The NCAA's Advertising and Promotional Standards
October 17, 2005
The NCAA’s advertising and promotional standards are designed to encourage those advertisements and advertisers that support the NCAA’s ideals and exclude those advertisements and advertisers (and others who wish to associate with NCAA activities) that do not appear to be in the best interests of higher education and student-athletes.
Advertisements, advertisers and others associated with NCAA events (e.g., entities participating in NCAA championship fan fests) should be generally supportive of the NCAA’s values and attributes, and/or not be in conflict with the NCAA’s mission and fundamental principles.
In formulating these advertising and promotional standards, the NCAA reviewed the broadcast practices and standards documents of its primary television partners (i.e., the CBS Television Network Advertising Guidelines and the ESPN Domestic Commercial Guidelines). In some cases, the NCAA adopted specific standards from these guidelines. Overall, the NCAA recognizes that these network guidelines help to maintain and assure a standard of appropriate advertising on NCAA championship telecasts.
The NCAA will work with each of its business partners (including CBS, Turner and ESPN) in reviewing in advance advertisements (e.g., those that might be viewed as demeaning or in poor taste) or other questionable associations with the NCAA prior to the NCAA rendering a decision as to how these standards should apply in any given situation. The NCAA reserves the right to exercise flexibility as circumstances warrant.
The NCAA strives to be associated with entities and messages that:
Understanding the realities and challenges that commercial entities face in attempting to reach these objectives, the NCAA believes, at a minimum, that advertisements, advertisers and others who wish to be associated with NCAA events should not:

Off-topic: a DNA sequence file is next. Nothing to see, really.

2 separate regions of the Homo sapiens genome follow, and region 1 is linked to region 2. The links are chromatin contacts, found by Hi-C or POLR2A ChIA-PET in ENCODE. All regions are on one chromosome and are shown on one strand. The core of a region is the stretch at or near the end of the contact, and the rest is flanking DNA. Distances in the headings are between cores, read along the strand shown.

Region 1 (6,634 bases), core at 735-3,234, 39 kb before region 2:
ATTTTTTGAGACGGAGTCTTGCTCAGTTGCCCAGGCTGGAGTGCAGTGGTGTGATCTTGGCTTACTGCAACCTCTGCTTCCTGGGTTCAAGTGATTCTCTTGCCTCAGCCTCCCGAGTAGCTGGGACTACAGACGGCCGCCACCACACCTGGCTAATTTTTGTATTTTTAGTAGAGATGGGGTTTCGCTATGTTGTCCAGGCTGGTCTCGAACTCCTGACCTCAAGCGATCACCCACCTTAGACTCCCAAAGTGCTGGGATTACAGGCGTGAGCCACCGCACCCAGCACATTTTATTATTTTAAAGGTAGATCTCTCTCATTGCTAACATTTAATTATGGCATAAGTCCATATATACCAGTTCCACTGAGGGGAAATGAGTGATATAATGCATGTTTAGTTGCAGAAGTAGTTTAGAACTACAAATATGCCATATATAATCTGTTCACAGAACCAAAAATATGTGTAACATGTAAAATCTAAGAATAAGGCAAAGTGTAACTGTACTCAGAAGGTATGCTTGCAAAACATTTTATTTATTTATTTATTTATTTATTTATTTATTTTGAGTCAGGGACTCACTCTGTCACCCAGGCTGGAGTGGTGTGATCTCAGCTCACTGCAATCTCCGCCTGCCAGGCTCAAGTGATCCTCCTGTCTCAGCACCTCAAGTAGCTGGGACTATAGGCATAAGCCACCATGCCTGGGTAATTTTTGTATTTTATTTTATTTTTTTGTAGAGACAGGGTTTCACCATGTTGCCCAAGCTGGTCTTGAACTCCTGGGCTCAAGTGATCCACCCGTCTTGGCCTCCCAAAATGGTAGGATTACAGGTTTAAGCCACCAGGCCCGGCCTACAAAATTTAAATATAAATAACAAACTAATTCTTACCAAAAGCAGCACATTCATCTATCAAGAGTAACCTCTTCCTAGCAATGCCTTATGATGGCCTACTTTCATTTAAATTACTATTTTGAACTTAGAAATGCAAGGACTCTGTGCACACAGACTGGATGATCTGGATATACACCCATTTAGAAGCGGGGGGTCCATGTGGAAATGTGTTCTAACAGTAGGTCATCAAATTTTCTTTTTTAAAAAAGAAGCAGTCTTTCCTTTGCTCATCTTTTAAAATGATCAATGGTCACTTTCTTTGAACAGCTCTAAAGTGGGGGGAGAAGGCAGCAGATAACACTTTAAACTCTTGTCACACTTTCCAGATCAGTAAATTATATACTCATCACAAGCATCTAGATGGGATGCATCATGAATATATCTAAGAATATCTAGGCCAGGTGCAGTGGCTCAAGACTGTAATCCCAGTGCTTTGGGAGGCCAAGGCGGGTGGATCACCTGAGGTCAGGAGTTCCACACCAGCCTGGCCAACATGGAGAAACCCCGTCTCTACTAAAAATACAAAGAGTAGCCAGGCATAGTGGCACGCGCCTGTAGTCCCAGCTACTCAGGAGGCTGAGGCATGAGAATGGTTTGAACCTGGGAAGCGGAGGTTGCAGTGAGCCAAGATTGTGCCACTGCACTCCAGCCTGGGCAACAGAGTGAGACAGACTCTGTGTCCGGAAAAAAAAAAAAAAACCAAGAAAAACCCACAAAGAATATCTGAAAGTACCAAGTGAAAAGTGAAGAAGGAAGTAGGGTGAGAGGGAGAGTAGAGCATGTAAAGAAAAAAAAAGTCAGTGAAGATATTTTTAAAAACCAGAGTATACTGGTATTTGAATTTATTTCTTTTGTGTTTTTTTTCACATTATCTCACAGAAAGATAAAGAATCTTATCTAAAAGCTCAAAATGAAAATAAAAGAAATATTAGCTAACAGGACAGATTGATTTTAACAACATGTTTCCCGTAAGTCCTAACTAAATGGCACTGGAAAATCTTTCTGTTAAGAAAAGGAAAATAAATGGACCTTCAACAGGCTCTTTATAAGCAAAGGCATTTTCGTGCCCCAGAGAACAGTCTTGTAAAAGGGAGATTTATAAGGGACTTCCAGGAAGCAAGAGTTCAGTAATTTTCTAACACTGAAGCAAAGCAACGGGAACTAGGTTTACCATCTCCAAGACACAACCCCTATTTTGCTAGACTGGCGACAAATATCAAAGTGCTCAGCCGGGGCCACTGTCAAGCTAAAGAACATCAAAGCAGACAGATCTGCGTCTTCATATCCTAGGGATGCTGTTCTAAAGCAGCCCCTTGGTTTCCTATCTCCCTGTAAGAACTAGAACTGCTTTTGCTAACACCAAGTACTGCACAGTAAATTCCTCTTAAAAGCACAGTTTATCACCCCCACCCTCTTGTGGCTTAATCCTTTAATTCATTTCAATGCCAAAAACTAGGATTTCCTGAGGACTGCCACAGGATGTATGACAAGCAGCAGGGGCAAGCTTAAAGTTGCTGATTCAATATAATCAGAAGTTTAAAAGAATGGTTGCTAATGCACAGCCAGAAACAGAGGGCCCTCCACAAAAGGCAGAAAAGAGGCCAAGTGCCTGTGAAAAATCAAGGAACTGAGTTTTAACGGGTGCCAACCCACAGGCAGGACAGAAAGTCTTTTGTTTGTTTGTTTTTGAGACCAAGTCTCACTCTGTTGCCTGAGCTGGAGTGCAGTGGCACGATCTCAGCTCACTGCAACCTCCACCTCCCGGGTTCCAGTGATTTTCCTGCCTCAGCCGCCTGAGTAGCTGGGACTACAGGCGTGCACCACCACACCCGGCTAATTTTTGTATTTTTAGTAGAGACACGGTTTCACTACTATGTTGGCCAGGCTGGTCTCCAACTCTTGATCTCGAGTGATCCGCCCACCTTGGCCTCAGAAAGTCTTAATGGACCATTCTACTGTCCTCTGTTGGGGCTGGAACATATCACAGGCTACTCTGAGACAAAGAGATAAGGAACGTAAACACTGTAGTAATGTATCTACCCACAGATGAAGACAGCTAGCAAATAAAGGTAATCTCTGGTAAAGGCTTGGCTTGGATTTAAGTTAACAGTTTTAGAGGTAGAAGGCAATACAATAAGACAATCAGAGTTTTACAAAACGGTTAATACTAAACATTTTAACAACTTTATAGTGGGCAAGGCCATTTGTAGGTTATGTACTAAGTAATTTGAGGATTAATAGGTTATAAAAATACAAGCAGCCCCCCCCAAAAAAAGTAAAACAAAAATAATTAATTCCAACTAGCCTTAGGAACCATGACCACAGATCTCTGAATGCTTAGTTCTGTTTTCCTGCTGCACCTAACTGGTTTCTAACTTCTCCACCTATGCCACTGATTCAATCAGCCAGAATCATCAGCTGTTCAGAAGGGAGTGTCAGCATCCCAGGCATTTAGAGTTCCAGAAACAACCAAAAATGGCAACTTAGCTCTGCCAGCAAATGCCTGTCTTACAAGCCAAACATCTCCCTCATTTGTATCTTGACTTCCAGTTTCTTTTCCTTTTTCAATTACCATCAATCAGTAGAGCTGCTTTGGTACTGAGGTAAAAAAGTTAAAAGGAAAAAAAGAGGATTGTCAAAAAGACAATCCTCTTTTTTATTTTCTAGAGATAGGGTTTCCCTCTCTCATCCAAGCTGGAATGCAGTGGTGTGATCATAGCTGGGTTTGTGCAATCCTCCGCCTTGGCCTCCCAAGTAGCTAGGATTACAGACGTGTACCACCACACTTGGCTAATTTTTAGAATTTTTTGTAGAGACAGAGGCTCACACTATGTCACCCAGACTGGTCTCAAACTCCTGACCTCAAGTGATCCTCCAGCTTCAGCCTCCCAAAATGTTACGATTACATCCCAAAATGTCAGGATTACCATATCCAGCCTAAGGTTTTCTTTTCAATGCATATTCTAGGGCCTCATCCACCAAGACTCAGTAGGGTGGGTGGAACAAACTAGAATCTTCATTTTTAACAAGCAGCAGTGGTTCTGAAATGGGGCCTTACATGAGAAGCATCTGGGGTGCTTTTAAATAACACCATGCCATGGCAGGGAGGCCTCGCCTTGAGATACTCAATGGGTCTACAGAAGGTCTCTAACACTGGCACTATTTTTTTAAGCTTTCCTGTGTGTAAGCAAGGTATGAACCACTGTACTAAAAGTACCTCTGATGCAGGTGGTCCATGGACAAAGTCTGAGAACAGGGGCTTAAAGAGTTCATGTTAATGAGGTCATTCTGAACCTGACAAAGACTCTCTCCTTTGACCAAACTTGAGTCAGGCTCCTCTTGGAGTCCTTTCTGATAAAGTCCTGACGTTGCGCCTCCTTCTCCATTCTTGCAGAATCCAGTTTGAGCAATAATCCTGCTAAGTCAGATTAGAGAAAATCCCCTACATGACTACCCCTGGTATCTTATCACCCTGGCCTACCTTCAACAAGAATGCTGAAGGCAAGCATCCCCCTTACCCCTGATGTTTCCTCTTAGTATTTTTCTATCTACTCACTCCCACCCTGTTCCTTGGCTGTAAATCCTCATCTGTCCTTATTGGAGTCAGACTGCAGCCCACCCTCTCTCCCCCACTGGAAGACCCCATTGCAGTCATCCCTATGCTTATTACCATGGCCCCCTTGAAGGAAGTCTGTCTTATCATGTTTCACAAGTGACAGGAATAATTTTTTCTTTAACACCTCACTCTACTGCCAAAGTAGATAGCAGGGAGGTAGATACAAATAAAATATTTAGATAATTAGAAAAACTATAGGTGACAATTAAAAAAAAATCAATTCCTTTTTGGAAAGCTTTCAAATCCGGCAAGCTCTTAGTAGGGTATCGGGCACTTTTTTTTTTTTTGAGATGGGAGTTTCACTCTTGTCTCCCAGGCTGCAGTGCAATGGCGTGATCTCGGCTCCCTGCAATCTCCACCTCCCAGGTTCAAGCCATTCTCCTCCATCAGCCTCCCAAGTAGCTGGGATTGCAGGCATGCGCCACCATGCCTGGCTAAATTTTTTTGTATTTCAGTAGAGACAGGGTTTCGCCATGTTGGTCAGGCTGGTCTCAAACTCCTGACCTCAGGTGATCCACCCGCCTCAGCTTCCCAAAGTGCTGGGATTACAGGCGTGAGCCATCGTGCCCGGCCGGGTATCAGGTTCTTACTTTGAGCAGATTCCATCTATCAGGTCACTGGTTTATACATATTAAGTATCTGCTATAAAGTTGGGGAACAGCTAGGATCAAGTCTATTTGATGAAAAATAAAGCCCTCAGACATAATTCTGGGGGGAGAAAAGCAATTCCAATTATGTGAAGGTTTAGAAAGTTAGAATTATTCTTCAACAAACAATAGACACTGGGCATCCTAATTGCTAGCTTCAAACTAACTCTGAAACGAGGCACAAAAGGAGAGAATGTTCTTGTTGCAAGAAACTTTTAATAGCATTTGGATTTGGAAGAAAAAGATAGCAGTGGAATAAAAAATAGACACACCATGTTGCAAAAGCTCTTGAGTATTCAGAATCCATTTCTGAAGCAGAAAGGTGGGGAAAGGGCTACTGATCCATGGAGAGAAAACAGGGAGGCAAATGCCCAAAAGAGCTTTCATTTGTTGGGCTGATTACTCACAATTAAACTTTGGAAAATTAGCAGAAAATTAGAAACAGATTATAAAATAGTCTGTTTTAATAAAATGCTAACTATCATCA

The NCAA reserves the right to disapprove any advertiser, advertisement or other association with the NCAA or its activities that in the NCAA’s sole judgment violates the principles outlined above, which may be modified from time to time as part of the NCAA membership’s continual review of Association policies and procedures.
The items below are intended to provide specific examples of topics and entities that are, and are not, permitted to be associated with the NCAA or its events (marked below as Permissible or Impermissible, respectively). These examples are not meant to be exhaustive but instead were chosen to illustrate the application of the NCAA’s principles outlined above. Over the years, NCAA business partners have questioned these topics and entities, and as a result, these examples are intended to address the most likely questions. For specific items or areas not listed below, the principles outlined above will govern. In any situation in which there is any doubt about appropriateness or adherence to the standards contained herein, the NCAA, after gathering input from the involved parties, shall review the situation on a case-by-case basis to determine, in its sole discretion, approval or disapproval. All questions about items or areas not listed should be directed to the NCAA’s managing director of strategic activation.